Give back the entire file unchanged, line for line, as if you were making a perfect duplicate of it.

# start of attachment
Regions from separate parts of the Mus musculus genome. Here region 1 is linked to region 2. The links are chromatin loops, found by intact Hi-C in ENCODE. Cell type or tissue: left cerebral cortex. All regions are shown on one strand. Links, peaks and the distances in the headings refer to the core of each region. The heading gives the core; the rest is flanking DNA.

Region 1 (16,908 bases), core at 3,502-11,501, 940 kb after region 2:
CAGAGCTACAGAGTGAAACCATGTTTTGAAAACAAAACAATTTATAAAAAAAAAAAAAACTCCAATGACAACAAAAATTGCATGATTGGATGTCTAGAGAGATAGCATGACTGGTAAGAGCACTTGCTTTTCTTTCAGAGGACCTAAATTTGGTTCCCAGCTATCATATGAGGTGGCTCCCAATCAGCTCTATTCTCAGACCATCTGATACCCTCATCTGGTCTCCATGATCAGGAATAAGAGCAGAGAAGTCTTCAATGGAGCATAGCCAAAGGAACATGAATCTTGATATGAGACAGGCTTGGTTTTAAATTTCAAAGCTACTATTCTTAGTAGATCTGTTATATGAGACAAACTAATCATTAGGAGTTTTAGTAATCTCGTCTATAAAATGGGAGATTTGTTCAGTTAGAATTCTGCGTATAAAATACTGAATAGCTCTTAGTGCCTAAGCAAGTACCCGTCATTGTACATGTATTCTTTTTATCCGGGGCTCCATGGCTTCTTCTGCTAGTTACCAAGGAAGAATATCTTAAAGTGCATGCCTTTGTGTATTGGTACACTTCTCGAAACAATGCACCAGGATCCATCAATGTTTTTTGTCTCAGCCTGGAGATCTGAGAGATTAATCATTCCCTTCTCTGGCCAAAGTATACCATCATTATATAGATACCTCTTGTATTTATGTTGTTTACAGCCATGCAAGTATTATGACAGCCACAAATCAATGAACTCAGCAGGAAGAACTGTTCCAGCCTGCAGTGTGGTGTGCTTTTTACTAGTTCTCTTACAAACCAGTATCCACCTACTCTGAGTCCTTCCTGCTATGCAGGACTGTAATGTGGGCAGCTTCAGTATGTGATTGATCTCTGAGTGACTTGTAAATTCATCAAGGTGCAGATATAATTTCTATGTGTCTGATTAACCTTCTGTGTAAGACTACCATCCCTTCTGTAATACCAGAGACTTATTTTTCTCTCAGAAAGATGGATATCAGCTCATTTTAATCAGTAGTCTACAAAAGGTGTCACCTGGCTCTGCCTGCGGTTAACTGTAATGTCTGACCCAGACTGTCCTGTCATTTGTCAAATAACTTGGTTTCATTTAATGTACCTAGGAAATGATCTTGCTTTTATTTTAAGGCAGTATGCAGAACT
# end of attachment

Regions from separate parts of the Mus musculus genome. Here region 1 is linked to region 2. The links are chromatin loops, found by intact Hi-C in ENCODE. Cell type or tissue: left cerebral cortex. All regions are shown on one strand. Links, peaks and the distances in the headings refer to the core of each region. The heading gives the core; the rest is flanking DNA.

Region 1 (16,908 bases), core at 3,502-11,501, 940 kb after region 2:
CAGAGCTACAGAGTGAAACCATGTTTTGAAAACAAAACAATTTATAAAAAAAAAAAAAACTCCAATGACAACAAAAATTGCATGATTGGATGTCTAGAGAGATAGCATGACTGGTAAGAGCACTTGCTTTTCTTTCAGAGGACCTAAATTTGGTTCCCAGCTATCATATGAGGTGGCTCCCAATCAGCTCTATTCTCAGACCATCTGATACCCTCATCTGGTCTCCATGATCAGGAATAAGAGCAGAGAAGTCTTCAATGGAGCATAGCCAAAGGAACATGAATCTTGATATGAGACAGGCTTGGTTTTAAATTTCAAAGCTACTATTCTTAGTAGATCTGTTATATGAGACAAACTAATCATTAGGAGTTTTAGTAATCTCGTCTATAAAATGGGAGATTTGTTCAGTTAGAATTCTGCGTATAAAATACTGAATAGCTCTTAGTGCCTAAGCAAGTACCCGTCATTGTACATGTATTCTTTTTATCCGGGGCTCCATGGCTTCTTCTGCTAGTTACCAAGGAAGAATATCTTAAAGTGCATGCCTTTGTGTATTGGTACACTTCTCGAAACAATGCACCAGGATCCATCAATGTTTTTTGTCTCAGCCTGGAGATCTGAGAGATTAATCATTCCCTTCTCTGGCCAAAGTATACCATCATTATATAGATACCTCTTGTATTTATGTTGTTTACAGCCATGCAAGTATTATGACAGCCACAAATCAATGAACTCAGCAGGAAGAACTGTTCCAGCCTGCAGTGTGGTGTGCTTTTTACTAGTTCTCTTACAAACCAGTATCCACCTACTCTGAGTCCTTCCTGCTATGCAGGACTGTAATGTGGGCAGCTTCAGTATGTGATTGATCTCTGAGTGACTTGTAAATTCATCAAGGTGCAGATATAATTTCTATGTGTCTGATTAACCTTCTGTGTAAGACTACCATCCCTTCTGTAATACCAGAGACTTATTTTTCTCTCAGAAAGATGGATATCAGCTCATTTTAATCAGTAGTCTACAAAAGGTGTCACCTGGCTCTGCCTGCGGTTAACTGTAATGTCTGACCCAGACTGTCCTGTCATTTGTCAAATAACTTGGTTTCATTTAATGTACCTAGGAAATGATCTTGCTTTTATTTTAAGGCAGTATGCAGAACT